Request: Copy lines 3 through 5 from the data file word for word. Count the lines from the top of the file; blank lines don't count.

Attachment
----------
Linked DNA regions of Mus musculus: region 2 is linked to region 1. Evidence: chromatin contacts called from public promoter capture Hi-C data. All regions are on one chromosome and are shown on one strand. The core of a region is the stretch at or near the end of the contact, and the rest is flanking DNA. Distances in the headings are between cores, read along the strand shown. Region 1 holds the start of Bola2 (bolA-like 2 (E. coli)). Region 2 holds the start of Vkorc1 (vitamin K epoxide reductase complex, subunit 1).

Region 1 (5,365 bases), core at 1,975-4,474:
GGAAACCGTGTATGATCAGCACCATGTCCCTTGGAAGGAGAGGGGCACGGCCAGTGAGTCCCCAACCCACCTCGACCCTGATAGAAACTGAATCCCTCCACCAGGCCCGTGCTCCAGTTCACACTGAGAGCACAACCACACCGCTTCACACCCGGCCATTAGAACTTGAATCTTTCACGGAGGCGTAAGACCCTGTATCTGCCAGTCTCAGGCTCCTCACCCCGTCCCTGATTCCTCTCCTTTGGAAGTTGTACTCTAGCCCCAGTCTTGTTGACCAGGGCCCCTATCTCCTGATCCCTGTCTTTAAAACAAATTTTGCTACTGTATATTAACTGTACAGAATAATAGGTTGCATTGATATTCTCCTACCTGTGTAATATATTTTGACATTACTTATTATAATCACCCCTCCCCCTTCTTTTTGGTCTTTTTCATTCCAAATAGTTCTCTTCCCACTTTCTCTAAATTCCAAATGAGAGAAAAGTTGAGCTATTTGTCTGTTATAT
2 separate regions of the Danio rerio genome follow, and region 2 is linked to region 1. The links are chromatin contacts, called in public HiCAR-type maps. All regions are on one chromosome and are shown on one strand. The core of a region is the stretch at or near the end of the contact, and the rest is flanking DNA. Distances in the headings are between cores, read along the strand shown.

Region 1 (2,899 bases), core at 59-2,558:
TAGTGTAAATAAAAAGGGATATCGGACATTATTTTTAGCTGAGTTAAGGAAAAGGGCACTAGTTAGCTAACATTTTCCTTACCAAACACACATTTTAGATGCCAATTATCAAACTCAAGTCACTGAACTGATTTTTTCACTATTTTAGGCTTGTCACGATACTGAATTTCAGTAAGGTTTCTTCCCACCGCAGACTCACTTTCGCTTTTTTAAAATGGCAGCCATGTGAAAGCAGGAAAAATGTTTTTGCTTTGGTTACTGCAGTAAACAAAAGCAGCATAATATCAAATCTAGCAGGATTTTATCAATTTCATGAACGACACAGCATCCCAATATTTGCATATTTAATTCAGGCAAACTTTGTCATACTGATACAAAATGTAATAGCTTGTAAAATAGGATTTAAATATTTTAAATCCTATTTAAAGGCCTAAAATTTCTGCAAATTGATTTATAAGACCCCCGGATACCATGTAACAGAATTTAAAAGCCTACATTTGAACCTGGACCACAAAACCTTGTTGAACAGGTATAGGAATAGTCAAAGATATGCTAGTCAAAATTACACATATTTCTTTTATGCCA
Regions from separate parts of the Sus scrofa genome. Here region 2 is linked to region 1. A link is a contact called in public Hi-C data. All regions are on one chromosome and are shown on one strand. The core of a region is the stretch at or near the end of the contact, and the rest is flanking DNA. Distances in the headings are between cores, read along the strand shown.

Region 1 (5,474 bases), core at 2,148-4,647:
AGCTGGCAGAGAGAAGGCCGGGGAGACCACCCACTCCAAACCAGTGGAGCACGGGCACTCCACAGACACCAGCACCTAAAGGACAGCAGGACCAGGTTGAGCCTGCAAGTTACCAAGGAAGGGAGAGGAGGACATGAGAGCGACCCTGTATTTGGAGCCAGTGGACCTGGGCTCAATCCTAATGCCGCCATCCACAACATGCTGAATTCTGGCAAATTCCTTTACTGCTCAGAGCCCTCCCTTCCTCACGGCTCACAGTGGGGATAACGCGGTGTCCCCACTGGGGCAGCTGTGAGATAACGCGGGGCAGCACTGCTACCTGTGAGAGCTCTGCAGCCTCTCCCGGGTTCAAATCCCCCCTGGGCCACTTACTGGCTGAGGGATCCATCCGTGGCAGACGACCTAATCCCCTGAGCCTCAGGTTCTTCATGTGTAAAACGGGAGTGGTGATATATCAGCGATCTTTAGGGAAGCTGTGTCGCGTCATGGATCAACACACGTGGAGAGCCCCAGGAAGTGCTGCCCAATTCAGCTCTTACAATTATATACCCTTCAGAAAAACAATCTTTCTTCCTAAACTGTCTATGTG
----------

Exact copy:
GGAAACCGTGTATGATCAGCACCATGTCCCTTGGAAGGAGAGGGGCACGGCCAGTGAGTCCCCAACCCACCTCGACCCTGATAGAAACTGAATCCCTCCACCAGGCCCGTGCTCCAGTTCACACTGAGAGCACAACCACACCGCTTCACACCCGGCCATTAGAACTTGAATCTTTCACGGAGGCGTAAGACCCTGTATCTGCCAGTCTCAGGCTCCTCACCCCGTCCCTGATTCCTCTCCTTTGGAAGTTGTACTCTAGCCCCAGTCTTGTTGACCAGGGCCCCTATCTCCTGATCCCTGTCTTTAAAACAAATTTTGCTACTGTATATTAACTGTACAGAATAATAGGTTGCATTGATATTCTCCTACCTGTGTAATATATTTTGACATTACTTATTATAATCACCCCTCCCCCTTCTTTTTGGTCTTTTTCATTCCAAATAGTTCTCTTCCCACTTTCTCTAAATTCCAAATGAGAGAAAAGTTGAGCTATTTGTCTGTTATAT
2 separate regions of the Danio rerio genome follow, and region 2 is linked to region 1. The links are chromatin contacts, called in public HiCAR-type maps. All regions are on one chromosome and are shown on one strand. The core of a region is the stretch at or near the end of the contact, and the rest is flanking DNA. Distances in the headings are between cores, read along the strand shown.

Region 1 (2,899 bases), core at 59-2,558: